Dannenbaum Law Firm, PLLC

How To Prepare For Mediation

Before you enter mediation, you need to discuss with your lawyer all the issues that will be discussed in mediation: what are the issues in your case; what are the marital assets/liabilities; what are your and your spouse's separate property claims; alimony or spousal support; child issues (legal custody, physical custody, other child related matters); your settlement positions be-your initial settlement positions and your range of settlement options.

Your lawyer should explain how mediation works and what to expect-the logistics and the dynamics.

You need to gather and obtain from the other side all relevant financial documents that your lawyer will specify. You should gather all documents that are relevant to custody. You should bring your computer and/or all your documents to the mediation. You may show the documents to the mediator or to the other party (another strategic decision to discuss with your lawyer). Bring everything type of document to the mediation, including photos, videos, audio recordings that would help convince the mediator on the strength of your case.

You should write a detailed narrative of the marriage (the "War and Peace" of your marriage), your background, education, employment, history of the marriage, significant events during the marriage, current matters, financial issues, and children matters. You will send this narrative to the mediator before the mediation so he/she can come into the mediation knowing your side of the story. This is for the mediator's eyes only and shall not be shared with the other side.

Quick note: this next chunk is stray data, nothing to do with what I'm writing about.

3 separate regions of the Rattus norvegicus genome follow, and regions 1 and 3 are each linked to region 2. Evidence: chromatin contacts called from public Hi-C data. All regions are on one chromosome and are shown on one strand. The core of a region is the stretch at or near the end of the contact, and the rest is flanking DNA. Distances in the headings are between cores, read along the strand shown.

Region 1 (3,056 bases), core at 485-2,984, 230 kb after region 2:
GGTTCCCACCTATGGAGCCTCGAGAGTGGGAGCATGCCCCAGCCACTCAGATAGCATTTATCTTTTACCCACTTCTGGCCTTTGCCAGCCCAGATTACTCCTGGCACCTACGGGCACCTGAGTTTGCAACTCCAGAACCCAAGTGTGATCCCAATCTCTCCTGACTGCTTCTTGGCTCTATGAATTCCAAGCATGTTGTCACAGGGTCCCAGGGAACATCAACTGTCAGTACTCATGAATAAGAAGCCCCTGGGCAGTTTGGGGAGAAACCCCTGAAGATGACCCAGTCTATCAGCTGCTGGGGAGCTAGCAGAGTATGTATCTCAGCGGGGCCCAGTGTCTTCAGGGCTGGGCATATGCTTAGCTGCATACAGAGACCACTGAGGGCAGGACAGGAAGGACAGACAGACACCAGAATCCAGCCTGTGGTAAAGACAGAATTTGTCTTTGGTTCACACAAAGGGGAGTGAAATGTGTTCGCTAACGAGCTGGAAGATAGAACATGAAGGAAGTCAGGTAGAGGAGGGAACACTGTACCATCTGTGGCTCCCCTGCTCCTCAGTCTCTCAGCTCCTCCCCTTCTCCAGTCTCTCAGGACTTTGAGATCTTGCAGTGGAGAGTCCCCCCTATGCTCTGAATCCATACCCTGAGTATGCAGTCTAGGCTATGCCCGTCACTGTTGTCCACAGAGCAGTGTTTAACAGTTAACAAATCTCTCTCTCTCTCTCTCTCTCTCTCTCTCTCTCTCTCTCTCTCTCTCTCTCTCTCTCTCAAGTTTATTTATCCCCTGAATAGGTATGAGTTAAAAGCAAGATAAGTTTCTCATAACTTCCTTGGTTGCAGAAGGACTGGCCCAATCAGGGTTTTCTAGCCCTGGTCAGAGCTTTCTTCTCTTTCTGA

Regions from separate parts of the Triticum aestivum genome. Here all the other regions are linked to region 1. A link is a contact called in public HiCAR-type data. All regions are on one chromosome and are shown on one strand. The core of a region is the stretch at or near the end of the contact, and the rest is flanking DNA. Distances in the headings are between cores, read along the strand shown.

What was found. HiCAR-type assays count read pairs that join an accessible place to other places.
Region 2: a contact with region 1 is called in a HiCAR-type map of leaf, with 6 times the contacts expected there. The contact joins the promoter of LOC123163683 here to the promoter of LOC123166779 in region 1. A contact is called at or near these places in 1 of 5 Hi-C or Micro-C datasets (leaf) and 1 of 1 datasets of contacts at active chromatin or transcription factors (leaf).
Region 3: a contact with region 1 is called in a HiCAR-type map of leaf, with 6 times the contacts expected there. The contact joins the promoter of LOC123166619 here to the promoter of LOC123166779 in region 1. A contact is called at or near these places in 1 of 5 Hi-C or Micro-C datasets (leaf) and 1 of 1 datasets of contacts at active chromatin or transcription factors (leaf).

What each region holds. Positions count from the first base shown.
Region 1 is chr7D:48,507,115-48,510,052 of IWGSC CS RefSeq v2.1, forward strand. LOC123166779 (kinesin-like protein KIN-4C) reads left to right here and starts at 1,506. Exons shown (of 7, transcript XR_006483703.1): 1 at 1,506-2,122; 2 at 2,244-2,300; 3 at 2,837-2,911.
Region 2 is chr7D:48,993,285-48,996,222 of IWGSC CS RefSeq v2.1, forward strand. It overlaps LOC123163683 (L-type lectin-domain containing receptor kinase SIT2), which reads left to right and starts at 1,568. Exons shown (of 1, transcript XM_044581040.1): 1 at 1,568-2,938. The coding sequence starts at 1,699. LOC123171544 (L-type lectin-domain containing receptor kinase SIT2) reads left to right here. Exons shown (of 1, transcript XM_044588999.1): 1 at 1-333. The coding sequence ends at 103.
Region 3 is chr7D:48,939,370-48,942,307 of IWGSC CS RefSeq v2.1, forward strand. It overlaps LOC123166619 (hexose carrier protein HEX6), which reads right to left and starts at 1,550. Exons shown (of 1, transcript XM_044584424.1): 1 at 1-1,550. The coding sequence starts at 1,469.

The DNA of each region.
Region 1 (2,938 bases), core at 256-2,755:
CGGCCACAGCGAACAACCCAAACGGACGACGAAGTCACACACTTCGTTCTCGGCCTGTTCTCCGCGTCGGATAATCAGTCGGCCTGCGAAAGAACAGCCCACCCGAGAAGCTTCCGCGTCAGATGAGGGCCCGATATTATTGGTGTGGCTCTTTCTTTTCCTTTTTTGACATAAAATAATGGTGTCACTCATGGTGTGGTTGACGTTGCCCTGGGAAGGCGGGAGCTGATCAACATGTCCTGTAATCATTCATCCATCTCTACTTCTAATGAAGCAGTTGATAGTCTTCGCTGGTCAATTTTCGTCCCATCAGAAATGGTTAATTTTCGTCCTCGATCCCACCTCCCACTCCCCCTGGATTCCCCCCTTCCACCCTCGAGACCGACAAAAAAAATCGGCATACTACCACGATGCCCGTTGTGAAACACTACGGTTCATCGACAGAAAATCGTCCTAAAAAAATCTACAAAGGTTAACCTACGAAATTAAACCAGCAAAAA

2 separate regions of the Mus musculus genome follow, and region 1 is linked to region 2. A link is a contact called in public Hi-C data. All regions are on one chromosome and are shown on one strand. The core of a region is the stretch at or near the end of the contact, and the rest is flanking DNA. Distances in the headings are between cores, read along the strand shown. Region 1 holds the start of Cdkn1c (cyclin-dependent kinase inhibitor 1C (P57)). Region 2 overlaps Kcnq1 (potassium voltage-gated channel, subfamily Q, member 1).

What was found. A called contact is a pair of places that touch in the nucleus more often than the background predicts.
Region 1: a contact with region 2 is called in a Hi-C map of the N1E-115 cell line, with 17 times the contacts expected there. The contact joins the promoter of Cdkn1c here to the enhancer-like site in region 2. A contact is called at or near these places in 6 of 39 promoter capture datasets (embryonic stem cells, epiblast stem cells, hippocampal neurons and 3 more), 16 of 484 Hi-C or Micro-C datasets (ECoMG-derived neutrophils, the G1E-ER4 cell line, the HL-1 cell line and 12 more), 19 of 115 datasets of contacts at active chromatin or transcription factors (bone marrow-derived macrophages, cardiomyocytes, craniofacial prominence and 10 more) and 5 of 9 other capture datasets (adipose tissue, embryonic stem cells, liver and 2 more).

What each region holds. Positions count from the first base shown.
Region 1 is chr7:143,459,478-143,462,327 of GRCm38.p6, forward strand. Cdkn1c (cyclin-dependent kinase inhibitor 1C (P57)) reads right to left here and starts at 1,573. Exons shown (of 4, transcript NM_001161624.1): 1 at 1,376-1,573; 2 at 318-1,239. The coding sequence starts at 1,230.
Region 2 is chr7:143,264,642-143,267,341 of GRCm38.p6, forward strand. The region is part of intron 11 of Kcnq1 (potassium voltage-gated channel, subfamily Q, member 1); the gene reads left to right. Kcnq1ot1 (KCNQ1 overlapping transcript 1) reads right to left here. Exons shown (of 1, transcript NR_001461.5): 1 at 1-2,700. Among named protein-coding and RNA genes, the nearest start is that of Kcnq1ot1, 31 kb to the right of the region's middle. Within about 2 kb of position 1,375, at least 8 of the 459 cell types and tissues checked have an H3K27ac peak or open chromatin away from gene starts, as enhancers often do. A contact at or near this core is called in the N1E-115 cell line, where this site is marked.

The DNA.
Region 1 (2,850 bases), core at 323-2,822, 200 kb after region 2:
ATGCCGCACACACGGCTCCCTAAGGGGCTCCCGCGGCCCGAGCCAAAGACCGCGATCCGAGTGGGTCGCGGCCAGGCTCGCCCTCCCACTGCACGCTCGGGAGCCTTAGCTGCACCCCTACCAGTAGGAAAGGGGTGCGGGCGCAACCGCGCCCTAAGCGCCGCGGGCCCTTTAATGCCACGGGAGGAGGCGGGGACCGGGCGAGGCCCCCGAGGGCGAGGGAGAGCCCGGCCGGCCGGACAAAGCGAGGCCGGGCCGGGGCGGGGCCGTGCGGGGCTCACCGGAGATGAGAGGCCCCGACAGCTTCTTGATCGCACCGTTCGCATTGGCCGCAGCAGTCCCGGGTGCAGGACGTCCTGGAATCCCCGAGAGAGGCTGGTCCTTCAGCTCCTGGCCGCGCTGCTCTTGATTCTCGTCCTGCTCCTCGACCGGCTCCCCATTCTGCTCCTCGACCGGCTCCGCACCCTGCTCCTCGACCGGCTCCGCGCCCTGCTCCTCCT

If your lawyer does not attend the mediation, he/she should be waiting in the wings. Your lawyer should schedule time during your mediation sessions to be available to talk to you by phone during the sessions. Your lawyer should discuss mediation before and immediately after each mediation session. You should take good notes during the mediation so that you can debrief your lawyer on everything that was said, specifically settlement proposals that were made, the mediator's evaluation of the issues in the case.

Give much thought to what you want and why you want it. For example, on custody matters, be able to justify and argue all the reasons that what you want is in the children's best interests.

If the other side is being unreasonable on various issues, talk to the mediator to get him/her to explain to the other side that he/she is being unreasonable, would not obtain the result in court and would spend a lot of money for nothing. Ask the mediator to assess the strengths and weaknesses of the other side's and you case as to each issue.

You and your lawyer need to decide what information you will share to the mediator only and what information you will permit the mediator to share with the other side. You may want to show some but not all your cards or methodically hold back information until later in the mediation.

Remember, what is said in mediation is confidential. But the more information you reveal to the other side, the more he/she learns about your case and your evidence which can then be used in a court if the case goes to trial.

Discuss with your lawyer what you think the other side will tell the mediator about you and the weaknesses of your case. Be prepared in advance on how you will respond.

Discuss with your lawyer the questions and issues that are weaknesses of the other sides as well as the documentary evidence that undermines his/her case. Be prepared to show the mediator some or all of this documentation depending on your discussions with your lawyer.

Finally, don't sign any agreement until your lawyer has read it.

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